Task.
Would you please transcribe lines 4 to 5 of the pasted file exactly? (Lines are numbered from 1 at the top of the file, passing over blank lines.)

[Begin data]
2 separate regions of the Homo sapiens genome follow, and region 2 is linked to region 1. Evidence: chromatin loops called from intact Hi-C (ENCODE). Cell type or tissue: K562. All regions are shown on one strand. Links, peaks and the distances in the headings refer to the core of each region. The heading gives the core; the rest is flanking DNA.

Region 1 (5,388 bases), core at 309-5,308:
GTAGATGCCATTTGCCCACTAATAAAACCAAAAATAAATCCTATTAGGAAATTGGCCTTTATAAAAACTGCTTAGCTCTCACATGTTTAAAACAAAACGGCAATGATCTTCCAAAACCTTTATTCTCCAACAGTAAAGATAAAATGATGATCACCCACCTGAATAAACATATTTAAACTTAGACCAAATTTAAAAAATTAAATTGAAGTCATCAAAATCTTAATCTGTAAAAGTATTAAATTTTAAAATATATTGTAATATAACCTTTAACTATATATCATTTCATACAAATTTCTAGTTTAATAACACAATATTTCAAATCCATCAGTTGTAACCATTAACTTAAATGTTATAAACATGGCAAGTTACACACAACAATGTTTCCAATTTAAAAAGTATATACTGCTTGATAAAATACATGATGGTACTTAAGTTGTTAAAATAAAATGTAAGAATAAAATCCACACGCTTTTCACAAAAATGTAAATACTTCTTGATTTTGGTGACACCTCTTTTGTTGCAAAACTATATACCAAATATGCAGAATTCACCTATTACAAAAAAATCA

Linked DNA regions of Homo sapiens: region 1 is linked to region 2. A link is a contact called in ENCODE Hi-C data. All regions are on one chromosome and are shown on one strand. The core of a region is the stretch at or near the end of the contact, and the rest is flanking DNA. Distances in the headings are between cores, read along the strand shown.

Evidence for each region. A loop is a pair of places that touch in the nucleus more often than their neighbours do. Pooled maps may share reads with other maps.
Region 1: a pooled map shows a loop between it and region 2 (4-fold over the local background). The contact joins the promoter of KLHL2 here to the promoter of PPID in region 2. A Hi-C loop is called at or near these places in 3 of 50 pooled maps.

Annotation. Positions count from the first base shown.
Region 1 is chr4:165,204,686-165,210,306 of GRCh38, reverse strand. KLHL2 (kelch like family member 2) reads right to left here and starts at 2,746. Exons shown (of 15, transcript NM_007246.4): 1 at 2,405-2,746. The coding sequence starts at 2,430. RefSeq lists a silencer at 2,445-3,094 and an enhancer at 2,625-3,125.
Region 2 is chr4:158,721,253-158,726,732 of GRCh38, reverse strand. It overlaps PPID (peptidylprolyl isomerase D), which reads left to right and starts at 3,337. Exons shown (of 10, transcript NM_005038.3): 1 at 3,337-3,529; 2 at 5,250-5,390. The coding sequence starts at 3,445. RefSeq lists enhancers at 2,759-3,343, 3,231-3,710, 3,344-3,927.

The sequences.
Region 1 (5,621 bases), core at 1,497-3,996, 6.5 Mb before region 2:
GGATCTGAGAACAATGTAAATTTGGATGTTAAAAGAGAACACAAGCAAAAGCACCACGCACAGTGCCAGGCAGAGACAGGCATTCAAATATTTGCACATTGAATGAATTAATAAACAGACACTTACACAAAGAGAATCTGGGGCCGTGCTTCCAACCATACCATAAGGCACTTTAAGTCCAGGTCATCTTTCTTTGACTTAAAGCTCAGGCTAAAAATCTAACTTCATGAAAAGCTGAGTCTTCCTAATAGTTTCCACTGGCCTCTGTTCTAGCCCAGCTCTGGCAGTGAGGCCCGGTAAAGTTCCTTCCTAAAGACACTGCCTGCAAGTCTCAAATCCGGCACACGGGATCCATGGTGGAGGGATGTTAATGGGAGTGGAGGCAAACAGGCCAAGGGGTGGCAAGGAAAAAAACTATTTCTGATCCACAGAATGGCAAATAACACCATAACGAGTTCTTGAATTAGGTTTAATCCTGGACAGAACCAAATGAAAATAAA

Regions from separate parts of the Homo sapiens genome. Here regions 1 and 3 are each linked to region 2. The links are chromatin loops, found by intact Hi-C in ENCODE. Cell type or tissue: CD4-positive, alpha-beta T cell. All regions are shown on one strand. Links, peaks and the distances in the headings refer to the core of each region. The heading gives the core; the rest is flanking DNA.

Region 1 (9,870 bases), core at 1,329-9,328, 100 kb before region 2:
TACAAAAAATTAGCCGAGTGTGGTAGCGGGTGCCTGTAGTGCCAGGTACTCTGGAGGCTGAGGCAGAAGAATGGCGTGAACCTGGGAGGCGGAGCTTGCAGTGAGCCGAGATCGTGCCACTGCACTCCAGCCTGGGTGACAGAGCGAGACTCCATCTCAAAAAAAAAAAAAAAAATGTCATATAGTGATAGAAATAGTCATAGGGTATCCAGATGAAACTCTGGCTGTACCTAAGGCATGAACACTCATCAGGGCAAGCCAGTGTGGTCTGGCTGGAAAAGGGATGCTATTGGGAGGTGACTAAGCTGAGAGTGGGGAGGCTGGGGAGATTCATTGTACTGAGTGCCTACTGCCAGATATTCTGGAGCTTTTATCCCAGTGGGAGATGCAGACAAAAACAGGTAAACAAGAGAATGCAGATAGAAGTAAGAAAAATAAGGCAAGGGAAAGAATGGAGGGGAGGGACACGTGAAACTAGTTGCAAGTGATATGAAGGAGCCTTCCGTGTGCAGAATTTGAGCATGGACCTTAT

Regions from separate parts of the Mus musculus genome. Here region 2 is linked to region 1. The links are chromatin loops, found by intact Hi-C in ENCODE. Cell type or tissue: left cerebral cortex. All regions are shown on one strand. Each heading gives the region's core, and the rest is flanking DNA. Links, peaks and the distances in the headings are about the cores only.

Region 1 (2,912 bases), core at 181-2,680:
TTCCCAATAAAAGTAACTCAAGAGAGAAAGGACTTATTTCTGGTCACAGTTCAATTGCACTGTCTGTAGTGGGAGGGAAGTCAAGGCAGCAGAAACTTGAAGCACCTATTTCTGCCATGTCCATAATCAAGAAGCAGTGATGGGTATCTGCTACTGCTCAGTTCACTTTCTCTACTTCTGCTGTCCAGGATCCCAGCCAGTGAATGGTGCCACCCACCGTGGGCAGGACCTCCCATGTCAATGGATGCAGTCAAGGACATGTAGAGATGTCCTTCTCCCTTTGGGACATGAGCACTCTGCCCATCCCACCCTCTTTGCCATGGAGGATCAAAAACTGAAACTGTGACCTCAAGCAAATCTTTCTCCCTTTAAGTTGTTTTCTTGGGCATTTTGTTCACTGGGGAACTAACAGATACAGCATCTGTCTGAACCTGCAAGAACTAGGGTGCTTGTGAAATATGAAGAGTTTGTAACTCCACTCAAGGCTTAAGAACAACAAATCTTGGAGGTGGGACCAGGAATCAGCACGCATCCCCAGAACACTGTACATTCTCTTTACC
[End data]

Linked DNA regions of Homo sapiens: region 1 is linked to region 2. A link is a contact called in ENCODE Hi-C data. All regions are on one chromosome and are shown on one strand. The core of a region is the stretch at or near the end of the contact, and the rest is flanking DNA. Distances in the headings are between cores, read along the strand shown.

Evidence for each region. A loop is a pair of places that touch in the nucleus more often than their neighbours do. Pooled maps may share reads with other maps.